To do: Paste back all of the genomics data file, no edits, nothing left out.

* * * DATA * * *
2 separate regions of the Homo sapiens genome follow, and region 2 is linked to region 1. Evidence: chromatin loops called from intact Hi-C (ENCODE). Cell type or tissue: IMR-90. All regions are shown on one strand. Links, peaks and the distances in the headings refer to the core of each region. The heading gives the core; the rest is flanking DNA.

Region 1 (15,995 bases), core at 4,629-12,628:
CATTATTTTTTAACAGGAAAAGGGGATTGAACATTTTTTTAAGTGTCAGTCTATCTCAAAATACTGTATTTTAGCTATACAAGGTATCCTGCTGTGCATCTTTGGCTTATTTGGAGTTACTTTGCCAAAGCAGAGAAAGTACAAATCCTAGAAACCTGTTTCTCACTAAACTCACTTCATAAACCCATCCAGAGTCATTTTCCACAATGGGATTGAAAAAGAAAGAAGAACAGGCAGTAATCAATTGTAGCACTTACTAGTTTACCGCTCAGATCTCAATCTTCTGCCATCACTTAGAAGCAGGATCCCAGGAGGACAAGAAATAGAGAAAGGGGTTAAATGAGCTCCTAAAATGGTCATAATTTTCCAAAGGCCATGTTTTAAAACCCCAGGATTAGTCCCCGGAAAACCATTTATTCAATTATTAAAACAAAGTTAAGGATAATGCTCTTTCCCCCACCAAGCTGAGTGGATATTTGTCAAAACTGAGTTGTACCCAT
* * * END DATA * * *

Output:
2 separate regions of the Homo sapiens genome follow, and region 2 is linked to region 1. Evidence: chromatin loops called from intact Hi-C (ENCODE). Cell type or tissue: IMR-90. All regions are shown on one strand. Links, peaks and the distances in the headings refer to the core of each region. The heading gives the core; the rest is flanking DNA.

Region 1 (15,995 bases), core at 4,629-12,628:
CATTATTTTTTAACAGGAAAAGGGGATTGAACATTTTTTTAAGTGTCAGTCTATCTCAAAATACTGTATTTTAGCTATACAAGGTATCCTGCTGTGCATCTTTGGCTTATTTGGAGTTACTTTGCCAAAGCAGAGAAAGTACAAATCCTAGAAACCTGTTTCTCACTAAACTCACTTCATAAACCCATCCAGAGTCATTTTCCACAATGGGATTGAAAAAGAAAGAAGAACAGGCAGTAATCAATTGTAGCACTTACTAGTTTACCGCTCAGATCTCAATCTTCTGCCATCACTTAGAAGCAGGATCCCAGGAGGACAAGAAATAGAGAAAGGGGTTAAATGAGCTCCTAAAATGGTCATAATTTTCCAAAGGCCATGTTTTAAAACCCCAGGATTAGTCCCCGGAAAACCATTTATTCAATTATTAAAACAAAGTTAAGGATAATGCTCTTTCCCCCACCAAGCTGAGTGGATATTTGTCAAAACTGAGTTGTACCCAT